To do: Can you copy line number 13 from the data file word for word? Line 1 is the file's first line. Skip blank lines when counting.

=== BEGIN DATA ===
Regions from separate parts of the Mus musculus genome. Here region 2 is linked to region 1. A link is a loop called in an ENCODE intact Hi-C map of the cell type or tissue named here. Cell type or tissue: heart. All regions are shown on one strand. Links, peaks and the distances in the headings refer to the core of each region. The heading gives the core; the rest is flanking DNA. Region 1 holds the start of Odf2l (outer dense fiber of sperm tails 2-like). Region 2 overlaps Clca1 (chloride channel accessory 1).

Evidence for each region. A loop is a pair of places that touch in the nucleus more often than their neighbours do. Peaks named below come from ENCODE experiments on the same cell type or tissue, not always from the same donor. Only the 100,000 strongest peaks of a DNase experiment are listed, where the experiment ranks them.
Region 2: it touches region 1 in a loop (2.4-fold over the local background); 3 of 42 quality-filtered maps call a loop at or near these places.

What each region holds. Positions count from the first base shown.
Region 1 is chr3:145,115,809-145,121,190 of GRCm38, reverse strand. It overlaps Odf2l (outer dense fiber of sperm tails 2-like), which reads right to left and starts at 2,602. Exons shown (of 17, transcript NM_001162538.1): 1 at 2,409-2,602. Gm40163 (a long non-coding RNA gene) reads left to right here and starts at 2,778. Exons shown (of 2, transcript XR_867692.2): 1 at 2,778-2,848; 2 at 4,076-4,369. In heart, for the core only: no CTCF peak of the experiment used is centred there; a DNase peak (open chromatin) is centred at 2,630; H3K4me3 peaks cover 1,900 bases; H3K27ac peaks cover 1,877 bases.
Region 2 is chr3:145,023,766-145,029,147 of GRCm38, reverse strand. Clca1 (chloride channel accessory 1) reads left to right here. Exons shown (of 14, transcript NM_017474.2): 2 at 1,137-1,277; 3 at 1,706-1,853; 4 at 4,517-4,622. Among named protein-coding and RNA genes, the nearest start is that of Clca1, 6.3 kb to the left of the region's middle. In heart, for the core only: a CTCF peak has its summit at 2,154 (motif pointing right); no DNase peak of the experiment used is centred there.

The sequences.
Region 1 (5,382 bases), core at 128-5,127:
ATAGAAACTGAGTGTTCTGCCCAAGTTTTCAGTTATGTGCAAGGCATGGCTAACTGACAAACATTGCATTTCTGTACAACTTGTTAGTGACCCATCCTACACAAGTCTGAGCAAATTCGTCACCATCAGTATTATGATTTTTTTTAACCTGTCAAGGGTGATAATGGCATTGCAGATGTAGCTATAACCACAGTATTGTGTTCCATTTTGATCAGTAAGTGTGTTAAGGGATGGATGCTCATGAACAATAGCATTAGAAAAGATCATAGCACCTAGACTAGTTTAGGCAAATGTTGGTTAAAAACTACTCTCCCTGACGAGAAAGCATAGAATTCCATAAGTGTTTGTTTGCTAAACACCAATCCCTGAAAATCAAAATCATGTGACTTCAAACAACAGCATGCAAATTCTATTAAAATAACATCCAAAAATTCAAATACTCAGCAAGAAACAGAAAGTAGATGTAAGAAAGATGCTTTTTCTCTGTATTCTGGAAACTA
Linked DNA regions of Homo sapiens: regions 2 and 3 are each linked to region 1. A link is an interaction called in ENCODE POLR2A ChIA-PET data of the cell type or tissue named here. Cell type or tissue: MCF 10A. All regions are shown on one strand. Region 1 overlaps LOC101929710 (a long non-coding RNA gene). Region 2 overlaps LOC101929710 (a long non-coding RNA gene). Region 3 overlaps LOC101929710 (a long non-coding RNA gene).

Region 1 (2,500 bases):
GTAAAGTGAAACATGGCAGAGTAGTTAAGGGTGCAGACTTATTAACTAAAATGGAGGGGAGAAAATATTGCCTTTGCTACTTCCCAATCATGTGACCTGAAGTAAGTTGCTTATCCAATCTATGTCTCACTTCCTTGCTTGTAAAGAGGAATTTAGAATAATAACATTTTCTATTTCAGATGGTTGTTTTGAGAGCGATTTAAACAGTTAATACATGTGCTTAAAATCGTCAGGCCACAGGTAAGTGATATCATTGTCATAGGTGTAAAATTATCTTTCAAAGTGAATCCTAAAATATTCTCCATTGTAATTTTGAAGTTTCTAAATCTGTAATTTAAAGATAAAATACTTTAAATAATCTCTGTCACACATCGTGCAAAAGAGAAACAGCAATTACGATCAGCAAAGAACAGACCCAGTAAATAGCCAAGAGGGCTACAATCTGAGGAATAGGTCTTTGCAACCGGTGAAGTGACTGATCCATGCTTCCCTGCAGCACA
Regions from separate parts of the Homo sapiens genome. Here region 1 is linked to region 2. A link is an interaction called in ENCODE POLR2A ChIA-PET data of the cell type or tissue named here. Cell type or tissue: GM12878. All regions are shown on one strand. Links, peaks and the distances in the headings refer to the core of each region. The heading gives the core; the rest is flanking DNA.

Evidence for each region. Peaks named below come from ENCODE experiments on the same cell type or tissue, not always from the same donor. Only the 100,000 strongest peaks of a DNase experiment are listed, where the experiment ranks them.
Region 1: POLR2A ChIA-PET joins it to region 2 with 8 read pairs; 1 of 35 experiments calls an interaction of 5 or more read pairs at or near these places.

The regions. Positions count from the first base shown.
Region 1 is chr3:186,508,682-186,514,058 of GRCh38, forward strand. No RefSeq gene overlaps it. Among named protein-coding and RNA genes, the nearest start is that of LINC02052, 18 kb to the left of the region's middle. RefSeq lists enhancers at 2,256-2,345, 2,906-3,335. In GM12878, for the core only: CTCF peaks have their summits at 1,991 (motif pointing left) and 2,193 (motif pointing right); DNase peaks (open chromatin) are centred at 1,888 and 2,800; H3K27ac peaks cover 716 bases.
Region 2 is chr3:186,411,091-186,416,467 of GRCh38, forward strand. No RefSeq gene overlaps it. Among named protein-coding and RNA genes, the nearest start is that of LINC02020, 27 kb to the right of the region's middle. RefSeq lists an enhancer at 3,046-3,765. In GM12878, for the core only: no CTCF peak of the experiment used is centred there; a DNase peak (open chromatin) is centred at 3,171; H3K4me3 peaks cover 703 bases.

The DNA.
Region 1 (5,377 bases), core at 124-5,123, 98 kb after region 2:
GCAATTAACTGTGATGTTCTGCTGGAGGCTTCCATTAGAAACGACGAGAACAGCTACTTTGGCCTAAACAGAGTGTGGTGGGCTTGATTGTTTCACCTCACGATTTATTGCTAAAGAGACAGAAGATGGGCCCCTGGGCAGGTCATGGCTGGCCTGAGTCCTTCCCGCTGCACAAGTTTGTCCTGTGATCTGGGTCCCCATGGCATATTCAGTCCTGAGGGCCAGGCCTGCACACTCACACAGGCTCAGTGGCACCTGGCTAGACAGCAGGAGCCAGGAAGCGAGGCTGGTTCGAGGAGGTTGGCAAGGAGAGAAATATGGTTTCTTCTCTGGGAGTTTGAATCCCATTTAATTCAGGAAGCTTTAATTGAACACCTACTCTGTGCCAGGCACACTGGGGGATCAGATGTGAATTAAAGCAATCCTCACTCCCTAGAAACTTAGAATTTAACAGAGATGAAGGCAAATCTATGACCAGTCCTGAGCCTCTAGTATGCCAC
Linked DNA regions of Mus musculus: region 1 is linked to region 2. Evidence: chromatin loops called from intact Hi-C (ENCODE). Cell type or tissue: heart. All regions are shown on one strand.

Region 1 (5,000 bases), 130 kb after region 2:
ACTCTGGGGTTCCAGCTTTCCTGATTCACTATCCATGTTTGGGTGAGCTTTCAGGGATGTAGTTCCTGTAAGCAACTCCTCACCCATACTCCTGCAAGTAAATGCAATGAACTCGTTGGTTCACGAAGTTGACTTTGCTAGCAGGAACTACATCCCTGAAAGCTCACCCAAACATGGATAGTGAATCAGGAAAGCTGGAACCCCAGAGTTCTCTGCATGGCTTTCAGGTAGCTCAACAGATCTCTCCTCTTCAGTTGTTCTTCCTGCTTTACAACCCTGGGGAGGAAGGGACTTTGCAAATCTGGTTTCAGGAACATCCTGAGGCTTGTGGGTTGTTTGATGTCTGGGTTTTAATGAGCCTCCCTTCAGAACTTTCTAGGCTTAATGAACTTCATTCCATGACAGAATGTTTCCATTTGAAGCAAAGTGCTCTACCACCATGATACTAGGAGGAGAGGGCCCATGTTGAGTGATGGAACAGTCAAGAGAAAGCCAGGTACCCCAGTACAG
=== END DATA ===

Regions from separate parts of the Homo sapiens genome. Here region 1 is linked to region 2. A link is an interaction called in ENCODE POLR2A ChIA-PET data of the cell type or tissue named here. Cell type or tissue: GM12878. All regions are shown on one strand. Links, peaks and the distances in the headings refer to the core of each region. The heading gives the core; the rest is flanking DNA.